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Naturally, it is desirable for threaded joints to be reliable and without risk of loosening on their own. For a high degree of reliability, it is extremely important to have an understanding of the forces present in a bolt connection because every element in the connection influences the final result.
Figure 1Figure 2

In simple terms, there are two possible types of static loads in a bolt connection:

  • Without a clamping force – the force is transmitted between the plates by upsetting forces and shearing forces in the body of the bolt or the thread. The plates that are to be connected move relative to each other until the bores bear against the body of the bolt or against the thread. In this case, the bolts are loaded on shearing (transverse loading); see figure 1.
  • With a high clamping force – this clamping force prevents the clamped parts from being displaced. The force is transferred by friction, and the bolts are loaded on extension (axial load); see figure 2. 
Typically, mutual displacement of the parts to be connected is undesirable.
Sufficient clamping force must therefore be applied in the bolt connection. This force is the preload that is achieved after the nut or bolt has been tightened.
If the forces on the structure regularly change direction or are not constant, then there is a dynamic load. Below, it is shown that a dynamic load may be one of the reasons for bolt connections to loosen, or even for bolts to break.
In order for a joint to fulfill its function, especially for a dynamic load, the clamping force must be maintained.

Elastic resilience of a threaded joint

When designing and making a threaded joint, it is very important to understand the following points:
  • The bolts and connected parts function as an elastically resilient unit. The clamped elements are compressed elastically, while the bolt stretches during assembly. If the bolt stretches further due to an external load, the clamped parts spring back.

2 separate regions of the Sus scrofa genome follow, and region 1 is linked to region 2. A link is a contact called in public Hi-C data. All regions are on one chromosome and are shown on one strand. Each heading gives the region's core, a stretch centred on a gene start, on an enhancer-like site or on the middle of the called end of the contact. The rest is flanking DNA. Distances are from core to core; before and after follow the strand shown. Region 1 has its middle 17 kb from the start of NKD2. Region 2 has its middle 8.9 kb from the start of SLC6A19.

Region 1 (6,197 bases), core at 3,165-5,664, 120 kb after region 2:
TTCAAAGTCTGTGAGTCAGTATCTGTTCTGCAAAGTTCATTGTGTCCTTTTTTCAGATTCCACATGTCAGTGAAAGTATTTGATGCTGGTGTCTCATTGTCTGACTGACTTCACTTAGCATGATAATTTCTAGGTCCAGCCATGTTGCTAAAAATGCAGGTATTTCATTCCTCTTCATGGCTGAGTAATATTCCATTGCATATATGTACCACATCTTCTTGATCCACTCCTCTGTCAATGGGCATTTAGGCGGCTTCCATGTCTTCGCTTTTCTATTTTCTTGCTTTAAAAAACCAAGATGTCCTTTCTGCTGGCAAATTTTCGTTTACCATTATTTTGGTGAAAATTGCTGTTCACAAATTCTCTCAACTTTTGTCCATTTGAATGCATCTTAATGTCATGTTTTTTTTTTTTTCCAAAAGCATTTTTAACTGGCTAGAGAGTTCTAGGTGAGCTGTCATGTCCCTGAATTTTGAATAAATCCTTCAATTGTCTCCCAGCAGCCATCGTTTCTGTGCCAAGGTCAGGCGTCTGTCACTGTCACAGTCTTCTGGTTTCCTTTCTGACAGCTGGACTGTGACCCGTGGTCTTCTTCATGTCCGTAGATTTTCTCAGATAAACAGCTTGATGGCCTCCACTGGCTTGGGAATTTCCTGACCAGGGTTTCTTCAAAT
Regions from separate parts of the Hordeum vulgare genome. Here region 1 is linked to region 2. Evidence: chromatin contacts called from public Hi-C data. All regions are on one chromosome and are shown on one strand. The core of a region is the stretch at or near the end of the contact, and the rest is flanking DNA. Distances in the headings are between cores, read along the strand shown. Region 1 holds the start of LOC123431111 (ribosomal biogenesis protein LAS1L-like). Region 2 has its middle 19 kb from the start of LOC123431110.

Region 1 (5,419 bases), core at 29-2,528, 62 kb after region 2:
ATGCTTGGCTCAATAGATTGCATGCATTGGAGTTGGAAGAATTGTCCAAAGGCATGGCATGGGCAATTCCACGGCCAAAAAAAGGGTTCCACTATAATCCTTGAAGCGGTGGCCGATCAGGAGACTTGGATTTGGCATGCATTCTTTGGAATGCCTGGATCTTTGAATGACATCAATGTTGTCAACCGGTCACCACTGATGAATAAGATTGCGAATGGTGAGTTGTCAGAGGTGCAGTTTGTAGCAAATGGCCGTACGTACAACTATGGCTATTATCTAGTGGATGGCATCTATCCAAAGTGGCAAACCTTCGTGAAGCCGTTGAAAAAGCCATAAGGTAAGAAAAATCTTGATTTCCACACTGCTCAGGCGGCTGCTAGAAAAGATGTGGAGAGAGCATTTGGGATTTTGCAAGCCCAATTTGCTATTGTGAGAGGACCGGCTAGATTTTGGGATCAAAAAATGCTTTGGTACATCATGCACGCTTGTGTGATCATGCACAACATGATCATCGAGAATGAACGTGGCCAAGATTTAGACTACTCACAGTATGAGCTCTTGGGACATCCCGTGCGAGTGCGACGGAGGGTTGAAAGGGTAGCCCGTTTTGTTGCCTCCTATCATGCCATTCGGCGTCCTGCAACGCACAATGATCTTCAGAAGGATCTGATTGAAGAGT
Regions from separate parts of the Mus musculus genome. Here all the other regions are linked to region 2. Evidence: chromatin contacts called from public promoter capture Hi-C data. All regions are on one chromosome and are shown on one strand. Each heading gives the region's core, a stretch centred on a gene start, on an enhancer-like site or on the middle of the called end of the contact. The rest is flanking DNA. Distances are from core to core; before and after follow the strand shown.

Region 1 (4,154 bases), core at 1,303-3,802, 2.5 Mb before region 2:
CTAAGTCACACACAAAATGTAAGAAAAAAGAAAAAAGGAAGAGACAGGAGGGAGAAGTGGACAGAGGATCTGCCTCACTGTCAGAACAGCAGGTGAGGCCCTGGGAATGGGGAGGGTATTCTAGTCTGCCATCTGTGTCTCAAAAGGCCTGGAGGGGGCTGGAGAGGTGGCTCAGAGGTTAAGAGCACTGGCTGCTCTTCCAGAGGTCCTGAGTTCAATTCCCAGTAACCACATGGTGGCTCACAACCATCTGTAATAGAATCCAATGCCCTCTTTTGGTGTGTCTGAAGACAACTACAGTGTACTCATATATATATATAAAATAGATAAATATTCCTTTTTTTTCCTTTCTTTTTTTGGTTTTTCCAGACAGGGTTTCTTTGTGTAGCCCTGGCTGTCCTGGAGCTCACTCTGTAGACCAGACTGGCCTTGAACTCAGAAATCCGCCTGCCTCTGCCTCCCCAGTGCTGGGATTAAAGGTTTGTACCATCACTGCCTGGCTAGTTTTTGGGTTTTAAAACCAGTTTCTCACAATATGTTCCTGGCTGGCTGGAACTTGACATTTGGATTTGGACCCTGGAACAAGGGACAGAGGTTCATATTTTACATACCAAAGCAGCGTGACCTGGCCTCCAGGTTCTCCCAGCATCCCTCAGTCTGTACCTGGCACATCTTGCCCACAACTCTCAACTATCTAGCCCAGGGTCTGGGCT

• The tensile force in the bolts is also equal to the pressure force on the clamped elements, which is illustrated in figure 3.  
Figure 3
The interplay of forces and deformation is presented in a so-called force/deformation triangle, as shown in graph A below. Line 1 in the graph shows the deformation that a bolt undergoes due to tensile force. Line 2 relates to the clamped set that deforms under the influence of the pressure force due to the bolt.
fsm= elongation of the bolt due to clamping force Fm  
fpm= compression of the clamped elements due to clamping force Fm
From the graph above, it is evident that with a clamping force Fm, the elongation of the bolt is equal to fsm, and that the compression of the clamped parts is fpm. Because the materials used for the bolts and clamped parts are different, just like the design, fsm and fpm are usually not equal.
An external load Fa is applied to this bolt connection; see figure 4.
Figure 4
To plot this external tensile force Fa on graph A, then it must be fit in between both of the deformation characteristics. If the bolt stretches due to the external force, then the clamped material springs back equally as much; see graph B.
 Fm = original clamping force in the connection  
Fa  = external axial load  
Fpa = reduction in clamping force due to Fa  
Fsa = increase in bolt load due to Fa   
Fkr = residual clamping force in the connection  
Fs  = total load on the bolt


On the one hand, Fa brings about a reduction in clamping force (Fpa), and on the other hand, it results in an increase in the load on the bolt (Fsa). 
It is desirable that the load increase is as minimal as possible, but not only to prevent the bolt from becoming overloaded. This preference is because if the external load is dynamic, then the bolt senses only the fluctuations in Fsa. A high amplitude of this force Fsa can soon cause fracturing due to fatigue. Moreover, the residual clamping force Fkr must never be zero. If this happens, the connection collapses.
The increase in bolt load Fsa can be limited as much as possible by using a very elastic bolt. As a result, the deformation curve of the bolt is less steep, as the external force is absorbed much more by a reduction in the clamping force; see graph C.
The same effect is reached by using very rigid clamped materials: as a result, the deformation curve of the clamped materials greatly steepens, and the external force is almost completely absorbed by a reduction in the clamping force; see graph D.
More rigid clamped materials causes a smaller increase of the bolt load.


Particularly with a dynamic load, it is extremely important to keep any additional load on the bolt as low as possible, as sudden fracture can occur due to fatigue.
With an external load, there are a few ways to limit the additional force on the bolt as much as possible:
  • The structural members must be maximally rigid.
  • The clamping force must be as great as possible and certainly greater than the external load.
  • Elastic bolts can be used, in which case (1) a high clamping length-to-diameter ratio (≥ 5xD) should be chosen, (2) a larger thread length should be selected and, if necessary, (3) a reduced shank diameter (reduced shank bolts) should be used.
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